Mammillaria mazatlanensis K.Schum. ex Gürke
Mammillaria littoralis, Mammillaria mazatlanensis subsp. mazatlanensis, Mammillaria mazatlanensis var. monocentra, Neomammillaria sinaloensis
This species is native to Mexico. It occurs along the pacific coast, from southern Sonora, Sinaloa, Nayarit, Jalisco, Colima, to Michoacán.
Mammillaria mazatlanensis is a small cactus that forms clusters of many greyish-green cylindrical stems with cone-shaped tubercles and clusters of white and reddish-brown spines at the tip of each tubercle. The stems grow up to 6 inches (15 cm) tall and up to 2 inches (5 cm) in diameter. Each areole bears 1 to 6 central spines and 12 to 18 radial spines. The central spines are reddish-brown, up to 0.6 inches (1.5 cm) long, usually straight, or sometimes one more or less hooked. The radial spines are white, needle-like, and up to 0.4 inches (1 cm) long. Flowers are funnel-shaped, up to 1.6 inches (4 cm) long, and up to 1.2 inches (3 cm) in diameter. They range from pink, bright purple to carmine red and appear between the old tubercles at the upper part of the stems in summer. Fruits are reddish-yellow or brown, club-shaped, up to 0.8 inches (2 cm) long, and contain tiny black seeds.
How to Grow and Care for Mammillaria mazatlanensis
Light: Plant this cactus in an area of your garden that receives 4 hours of direct sunlight a day. If you are growing M. mazatlanensis indoors, place it near the brightest window in your home or office to ensure your cactus gets enough light. If possible, place the pot on the balcony or in the garden for extra light from spring to fall.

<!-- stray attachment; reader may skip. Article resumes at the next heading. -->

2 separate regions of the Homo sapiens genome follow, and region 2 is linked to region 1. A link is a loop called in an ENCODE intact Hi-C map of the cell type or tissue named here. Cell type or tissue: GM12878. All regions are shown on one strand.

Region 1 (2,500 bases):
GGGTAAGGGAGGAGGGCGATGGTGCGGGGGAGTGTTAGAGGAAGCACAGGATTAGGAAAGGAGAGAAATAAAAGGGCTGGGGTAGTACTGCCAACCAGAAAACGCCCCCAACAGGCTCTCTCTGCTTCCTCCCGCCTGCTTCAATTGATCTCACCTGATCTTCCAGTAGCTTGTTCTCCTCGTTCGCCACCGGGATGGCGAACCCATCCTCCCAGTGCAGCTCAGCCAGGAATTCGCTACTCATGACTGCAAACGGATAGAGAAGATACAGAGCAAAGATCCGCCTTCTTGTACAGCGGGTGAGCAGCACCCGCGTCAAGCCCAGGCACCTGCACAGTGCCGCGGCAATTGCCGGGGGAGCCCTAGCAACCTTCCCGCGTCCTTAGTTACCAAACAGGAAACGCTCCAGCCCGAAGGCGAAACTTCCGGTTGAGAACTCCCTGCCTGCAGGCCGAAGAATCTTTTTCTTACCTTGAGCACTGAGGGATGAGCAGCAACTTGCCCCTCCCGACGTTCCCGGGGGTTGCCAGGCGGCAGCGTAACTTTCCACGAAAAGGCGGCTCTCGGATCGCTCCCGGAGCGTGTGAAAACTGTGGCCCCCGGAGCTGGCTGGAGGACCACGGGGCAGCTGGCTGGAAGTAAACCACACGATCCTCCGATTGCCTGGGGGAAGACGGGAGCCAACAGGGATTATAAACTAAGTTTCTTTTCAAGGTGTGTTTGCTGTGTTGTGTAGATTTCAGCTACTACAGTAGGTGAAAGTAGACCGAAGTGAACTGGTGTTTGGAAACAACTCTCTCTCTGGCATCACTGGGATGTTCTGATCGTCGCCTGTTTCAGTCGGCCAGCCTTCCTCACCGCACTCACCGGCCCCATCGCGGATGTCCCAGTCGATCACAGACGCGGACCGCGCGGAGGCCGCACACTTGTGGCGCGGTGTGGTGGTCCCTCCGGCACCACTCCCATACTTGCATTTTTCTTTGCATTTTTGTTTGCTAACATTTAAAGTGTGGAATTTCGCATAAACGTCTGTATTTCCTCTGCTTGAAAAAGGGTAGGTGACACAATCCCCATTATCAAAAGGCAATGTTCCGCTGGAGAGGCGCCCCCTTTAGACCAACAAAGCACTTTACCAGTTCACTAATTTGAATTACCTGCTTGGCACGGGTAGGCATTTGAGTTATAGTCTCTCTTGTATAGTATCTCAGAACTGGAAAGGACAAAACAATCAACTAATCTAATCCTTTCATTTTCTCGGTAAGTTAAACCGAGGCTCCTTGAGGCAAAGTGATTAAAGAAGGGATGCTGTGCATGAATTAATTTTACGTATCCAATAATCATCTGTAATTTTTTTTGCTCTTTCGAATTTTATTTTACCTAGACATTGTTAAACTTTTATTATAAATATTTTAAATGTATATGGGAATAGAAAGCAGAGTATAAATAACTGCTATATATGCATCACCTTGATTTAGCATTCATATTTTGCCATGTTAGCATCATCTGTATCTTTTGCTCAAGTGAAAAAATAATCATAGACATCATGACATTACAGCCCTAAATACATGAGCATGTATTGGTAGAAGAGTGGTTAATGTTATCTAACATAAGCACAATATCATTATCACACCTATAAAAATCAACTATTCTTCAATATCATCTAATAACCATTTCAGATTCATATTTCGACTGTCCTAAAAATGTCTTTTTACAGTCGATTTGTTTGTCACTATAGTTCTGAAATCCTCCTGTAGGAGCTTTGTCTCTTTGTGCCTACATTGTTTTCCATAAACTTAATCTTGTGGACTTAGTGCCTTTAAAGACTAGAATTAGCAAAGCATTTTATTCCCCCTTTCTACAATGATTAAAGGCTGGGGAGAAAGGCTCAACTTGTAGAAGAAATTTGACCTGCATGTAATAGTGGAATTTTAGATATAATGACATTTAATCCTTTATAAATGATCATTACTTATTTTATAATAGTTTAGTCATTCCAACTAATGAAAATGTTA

Soil: M. mazatlanensis requires a soil mix that provides root aeration and good drainage, whether grown outdoors or indoors. Use a commercial cactus potting mix or create your own.
Temperature: This cactus is heat tolerant, but it is not a cold-hardy plant. M. mazatlanensis can withstand temperatures as low as 25 °F (-3.9 °C). USDA Plant Hardiness Zones 9b to 11b, 25 to 50 °F (-3.9 to 10 °C).
Watering: From spring to fall, water deeply and wait for the soil to dry out before watering again. Never let the pot sit in water. Suspend watering in the winter.
Fertilizing: M. mazatlanensis can benefit from fertilization during the growing season. Apply a water-soluble fertilizer for cacti and other succulents. Suspend feeding during the winter when the plant goes dormant.
Repotting: Repot every two or three years into a slightly larger pot. The best time to repot your M. mazatlanensis is late winter or early spring, but the repotting process can be done almost any time of the year.
Propagation: There are two easy ways to propagate M. mazatlanensis: by seeds or by dividing offsets. The best time to remove offsets is in spring and summer. Sow the seeds in late spring or summer.
Learn more at How to Grow and Care for Mammillaria.
Toxicity of Mammillaria mazatlanensis
M. mazatlanensis is considered non-toxic to both humans and pets.
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